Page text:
On December 29, 1972, an Eastern Airlines Lockheed L-1011 with 176 people aboard crashed in Florida’s Everglades only 3 minutes from touching down at Miami International Airport. Three flight crew members, the Captain, First Officer and Flight Engineer became focused on a landing gear indicator light bulb that was not illuminated. As the airplane descended rapidly the three pilots continued to fuss with the indicator lamp. This marked the beginning of a series of horrible aviation accidents in the 1970s involving highly trained, professional flight crews.
Something had to be done and that same year a British aviation psychiatrist and professor, Elwyn Edwards, developed the beginnings of, what originally was called, “Cockpit Resource Management” that since has been expanded. CRM now includes crew members including flight attendants, on or off duty aboard an aircraft as well as others on the ground and today is known as Crew Resource Management. Little by little, Dr. Edwards’ concepts have been built-upon and enhanced culminating in a comprehensive study and proposal by NASA in 1979. The International Civil Aviation Organization (ICAO) has been instrumental in mandating CRM training and vigilance in aviation and has encouraged worldwide government aviation agencies like the FAA to comply with their CRM standards and protocols.
The NASA studies resulted in the belief that the primary cause of aircraft accidents was human errors created from interpersonal communication, leadership and decision-making problems. As defined, Crew Resource Management is a methodology in which the resources of equipment, procedures and people are collectively utilized as needed to safely complete every flying task. The individual components of CRM resources are communications, situational awareness, problem solving, decision making, and teamwork.
You are driving on a busy expressway. The sun is in your eyes. As you attempt to put them on you drop your sunglasses and they slide to the passenger side floor of the car. You should:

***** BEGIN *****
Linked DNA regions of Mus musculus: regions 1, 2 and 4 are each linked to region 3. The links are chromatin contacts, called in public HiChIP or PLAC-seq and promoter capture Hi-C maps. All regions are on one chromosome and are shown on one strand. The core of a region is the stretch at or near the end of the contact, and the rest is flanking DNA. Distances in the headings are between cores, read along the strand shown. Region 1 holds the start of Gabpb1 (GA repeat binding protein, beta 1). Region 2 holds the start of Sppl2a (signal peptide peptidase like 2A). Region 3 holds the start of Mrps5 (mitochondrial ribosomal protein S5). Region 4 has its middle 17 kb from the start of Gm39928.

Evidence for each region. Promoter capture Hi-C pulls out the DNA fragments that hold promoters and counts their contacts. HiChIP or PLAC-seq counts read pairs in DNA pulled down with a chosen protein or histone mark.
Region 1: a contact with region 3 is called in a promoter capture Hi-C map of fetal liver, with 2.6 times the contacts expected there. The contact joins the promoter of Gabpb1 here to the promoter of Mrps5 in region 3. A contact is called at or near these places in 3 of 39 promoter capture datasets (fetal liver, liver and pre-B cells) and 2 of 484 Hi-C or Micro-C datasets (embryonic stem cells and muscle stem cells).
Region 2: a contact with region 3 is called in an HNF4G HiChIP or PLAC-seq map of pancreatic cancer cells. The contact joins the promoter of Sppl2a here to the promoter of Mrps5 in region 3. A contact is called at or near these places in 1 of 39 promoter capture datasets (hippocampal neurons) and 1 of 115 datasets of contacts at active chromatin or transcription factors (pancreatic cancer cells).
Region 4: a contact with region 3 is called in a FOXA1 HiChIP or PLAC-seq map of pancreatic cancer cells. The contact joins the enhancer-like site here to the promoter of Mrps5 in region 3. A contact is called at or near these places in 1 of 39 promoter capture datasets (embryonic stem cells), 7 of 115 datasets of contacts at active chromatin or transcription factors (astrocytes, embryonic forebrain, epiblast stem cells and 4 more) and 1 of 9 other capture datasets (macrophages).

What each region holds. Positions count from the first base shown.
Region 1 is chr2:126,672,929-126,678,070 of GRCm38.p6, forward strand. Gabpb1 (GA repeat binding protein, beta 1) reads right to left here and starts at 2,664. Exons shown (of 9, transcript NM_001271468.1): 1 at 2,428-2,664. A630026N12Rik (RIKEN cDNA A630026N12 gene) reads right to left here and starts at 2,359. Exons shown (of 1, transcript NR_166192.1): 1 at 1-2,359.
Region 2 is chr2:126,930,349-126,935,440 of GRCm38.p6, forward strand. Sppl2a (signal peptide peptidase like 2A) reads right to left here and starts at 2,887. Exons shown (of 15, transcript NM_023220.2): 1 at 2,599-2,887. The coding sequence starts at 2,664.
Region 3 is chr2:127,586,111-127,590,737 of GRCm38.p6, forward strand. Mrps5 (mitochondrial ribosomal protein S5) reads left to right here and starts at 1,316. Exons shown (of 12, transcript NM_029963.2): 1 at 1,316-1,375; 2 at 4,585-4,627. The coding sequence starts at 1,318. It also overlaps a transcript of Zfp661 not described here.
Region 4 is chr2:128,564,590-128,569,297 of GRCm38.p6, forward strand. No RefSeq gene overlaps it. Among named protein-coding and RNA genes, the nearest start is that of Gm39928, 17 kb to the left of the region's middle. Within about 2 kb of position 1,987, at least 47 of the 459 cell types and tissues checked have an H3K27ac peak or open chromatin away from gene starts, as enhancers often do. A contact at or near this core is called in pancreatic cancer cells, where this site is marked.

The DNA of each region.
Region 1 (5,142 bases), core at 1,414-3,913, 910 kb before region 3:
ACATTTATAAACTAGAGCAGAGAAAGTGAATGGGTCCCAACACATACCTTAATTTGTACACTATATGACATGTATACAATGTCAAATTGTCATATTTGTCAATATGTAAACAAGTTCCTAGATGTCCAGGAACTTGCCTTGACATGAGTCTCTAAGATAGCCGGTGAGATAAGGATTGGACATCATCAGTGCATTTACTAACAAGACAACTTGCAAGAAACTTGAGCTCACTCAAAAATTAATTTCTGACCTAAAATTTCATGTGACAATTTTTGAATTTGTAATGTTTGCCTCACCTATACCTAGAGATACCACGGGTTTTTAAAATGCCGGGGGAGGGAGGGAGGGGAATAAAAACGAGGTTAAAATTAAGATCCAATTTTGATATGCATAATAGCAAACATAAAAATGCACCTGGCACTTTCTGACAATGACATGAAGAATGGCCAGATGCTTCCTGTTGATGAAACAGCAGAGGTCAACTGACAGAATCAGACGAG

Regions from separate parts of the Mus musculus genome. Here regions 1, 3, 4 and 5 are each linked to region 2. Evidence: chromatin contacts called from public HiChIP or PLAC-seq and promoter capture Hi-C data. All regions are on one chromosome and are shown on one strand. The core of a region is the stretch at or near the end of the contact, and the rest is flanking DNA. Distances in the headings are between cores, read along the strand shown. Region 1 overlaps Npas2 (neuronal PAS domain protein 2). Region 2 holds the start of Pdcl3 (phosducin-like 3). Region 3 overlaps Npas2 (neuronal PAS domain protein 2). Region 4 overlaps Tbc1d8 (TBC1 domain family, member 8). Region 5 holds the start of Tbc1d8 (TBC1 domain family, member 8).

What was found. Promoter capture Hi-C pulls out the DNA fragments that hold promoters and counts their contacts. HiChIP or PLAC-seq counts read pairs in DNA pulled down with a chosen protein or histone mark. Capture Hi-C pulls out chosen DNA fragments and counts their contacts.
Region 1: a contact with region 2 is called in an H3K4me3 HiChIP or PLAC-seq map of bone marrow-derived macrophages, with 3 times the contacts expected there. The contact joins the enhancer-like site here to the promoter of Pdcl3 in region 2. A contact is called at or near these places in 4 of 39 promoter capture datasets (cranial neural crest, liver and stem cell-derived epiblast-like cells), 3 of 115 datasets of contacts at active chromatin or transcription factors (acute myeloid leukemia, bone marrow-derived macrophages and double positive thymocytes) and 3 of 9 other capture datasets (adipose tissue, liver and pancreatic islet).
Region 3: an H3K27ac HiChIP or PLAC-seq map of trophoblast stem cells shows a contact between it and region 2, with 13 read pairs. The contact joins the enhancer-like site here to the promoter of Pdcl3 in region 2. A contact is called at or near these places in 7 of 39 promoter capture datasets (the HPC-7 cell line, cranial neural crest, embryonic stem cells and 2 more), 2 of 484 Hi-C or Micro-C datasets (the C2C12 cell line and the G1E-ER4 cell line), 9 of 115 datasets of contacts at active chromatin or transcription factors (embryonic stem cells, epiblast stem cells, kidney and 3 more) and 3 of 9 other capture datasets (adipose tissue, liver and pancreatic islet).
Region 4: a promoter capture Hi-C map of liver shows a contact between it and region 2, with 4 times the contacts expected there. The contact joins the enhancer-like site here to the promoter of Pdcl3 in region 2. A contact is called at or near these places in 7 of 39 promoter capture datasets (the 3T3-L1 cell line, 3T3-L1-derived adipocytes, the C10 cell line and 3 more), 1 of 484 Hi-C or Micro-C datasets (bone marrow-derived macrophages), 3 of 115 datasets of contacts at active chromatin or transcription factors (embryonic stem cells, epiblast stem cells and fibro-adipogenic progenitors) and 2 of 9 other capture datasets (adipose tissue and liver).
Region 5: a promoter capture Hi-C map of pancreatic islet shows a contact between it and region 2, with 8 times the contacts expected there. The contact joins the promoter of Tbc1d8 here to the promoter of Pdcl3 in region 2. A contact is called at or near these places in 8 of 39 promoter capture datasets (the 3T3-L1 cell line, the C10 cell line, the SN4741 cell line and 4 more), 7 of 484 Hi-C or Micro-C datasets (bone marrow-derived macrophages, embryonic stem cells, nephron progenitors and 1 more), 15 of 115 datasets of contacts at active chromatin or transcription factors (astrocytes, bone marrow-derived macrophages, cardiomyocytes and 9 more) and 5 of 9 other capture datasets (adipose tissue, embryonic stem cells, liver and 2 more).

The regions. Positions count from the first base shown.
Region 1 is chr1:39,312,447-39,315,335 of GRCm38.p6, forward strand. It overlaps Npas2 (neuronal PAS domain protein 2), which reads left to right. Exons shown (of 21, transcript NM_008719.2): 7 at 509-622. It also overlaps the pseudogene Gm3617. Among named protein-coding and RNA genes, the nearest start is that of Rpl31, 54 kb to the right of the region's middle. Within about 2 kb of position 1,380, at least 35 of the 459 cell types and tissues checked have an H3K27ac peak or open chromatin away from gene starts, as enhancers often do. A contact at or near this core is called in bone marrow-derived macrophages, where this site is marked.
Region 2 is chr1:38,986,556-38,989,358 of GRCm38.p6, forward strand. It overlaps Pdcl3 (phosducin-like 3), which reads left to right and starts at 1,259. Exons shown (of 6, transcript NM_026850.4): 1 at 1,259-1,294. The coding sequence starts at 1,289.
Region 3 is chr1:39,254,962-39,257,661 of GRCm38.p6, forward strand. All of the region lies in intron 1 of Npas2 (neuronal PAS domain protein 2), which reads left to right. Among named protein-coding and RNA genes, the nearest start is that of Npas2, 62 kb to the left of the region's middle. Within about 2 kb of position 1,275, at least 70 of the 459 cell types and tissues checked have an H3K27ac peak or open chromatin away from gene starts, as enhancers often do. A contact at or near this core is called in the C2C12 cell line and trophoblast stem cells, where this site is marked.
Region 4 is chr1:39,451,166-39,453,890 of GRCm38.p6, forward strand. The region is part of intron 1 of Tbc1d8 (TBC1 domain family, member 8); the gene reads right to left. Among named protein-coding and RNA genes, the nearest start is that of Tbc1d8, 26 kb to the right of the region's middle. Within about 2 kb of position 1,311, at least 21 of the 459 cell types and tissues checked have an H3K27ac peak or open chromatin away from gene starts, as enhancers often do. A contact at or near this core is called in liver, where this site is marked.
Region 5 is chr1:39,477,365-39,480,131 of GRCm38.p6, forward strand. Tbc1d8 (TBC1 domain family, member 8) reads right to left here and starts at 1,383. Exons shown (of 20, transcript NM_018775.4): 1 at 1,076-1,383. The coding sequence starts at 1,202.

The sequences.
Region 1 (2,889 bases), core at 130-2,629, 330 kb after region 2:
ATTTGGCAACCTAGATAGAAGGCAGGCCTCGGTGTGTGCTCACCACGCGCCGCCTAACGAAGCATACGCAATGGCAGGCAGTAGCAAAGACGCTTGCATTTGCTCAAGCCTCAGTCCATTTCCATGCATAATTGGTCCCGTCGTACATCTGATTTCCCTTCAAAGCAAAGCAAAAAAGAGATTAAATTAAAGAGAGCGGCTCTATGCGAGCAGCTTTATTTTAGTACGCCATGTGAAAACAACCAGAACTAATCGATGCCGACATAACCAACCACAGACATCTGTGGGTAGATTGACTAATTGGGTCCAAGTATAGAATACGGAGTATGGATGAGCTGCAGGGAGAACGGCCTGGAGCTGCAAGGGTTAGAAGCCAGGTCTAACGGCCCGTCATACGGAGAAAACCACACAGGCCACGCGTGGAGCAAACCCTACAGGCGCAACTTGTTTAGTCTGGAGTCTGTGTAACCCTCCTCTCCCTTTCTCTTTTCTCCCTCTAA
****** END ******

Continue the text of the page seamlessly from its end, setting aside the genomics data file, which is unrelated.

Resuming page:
Obviously, answer “D” is best because it allows you to remain focused on control of the vehicle while using someone who is not otherwise busy to complete the task. This example is the essence of what Crew Resource Management is all about.
CRM is not about technical knowledge and the skill of flying an aircraft. It is he interpersonal and cognitive processes of situational awareness, communication, problem solving, decision making and working as a team.
Situational awareness is knowing what is going on around you and recognizing your place in the “big picture.” Walk through any Walmart and you’ll see any number of examples of people who lack situational awareness. As you walk down one aisle suddenly some guy who had stooped down to look at canned prunes stands up and immediately backs into you without looking up first. He had no idea that there could possibly have been anyone behind him even though your grocery cart wheels can be heard for miles around as you approached him. We don’t know where his head was but maybe that’s why he’s buying the prunes.
Don’t get me started on those myopic customers walking around glued to their iPhones, although they are great fun to watch when they walk into a clothing rack or knock over a display of ketchup bottles.
Crew Resource Management applies all the resourceful assistance each crew member requires to safely and efficiently perform flight operations. It includes all direct and peripheral personnel. Besides the immediate flight crew, it can include other pilots who are riding as passengers, jump- seaters, flight attendants, mechanics that may be on board; via radio, utilizing air traffic controllers, company dispatchers and pilots of other aircraft. For instance, you hear an aircraft ahead of you report that it flew through a large flock of birds. Use this information for your own benefit. “Old thinking” was that a pilot must be a “super pilot” and be able to do it all without asking for help. Not so. But pilots who are act autonomously and are unwilling to accept outside help tend to make big mistakes.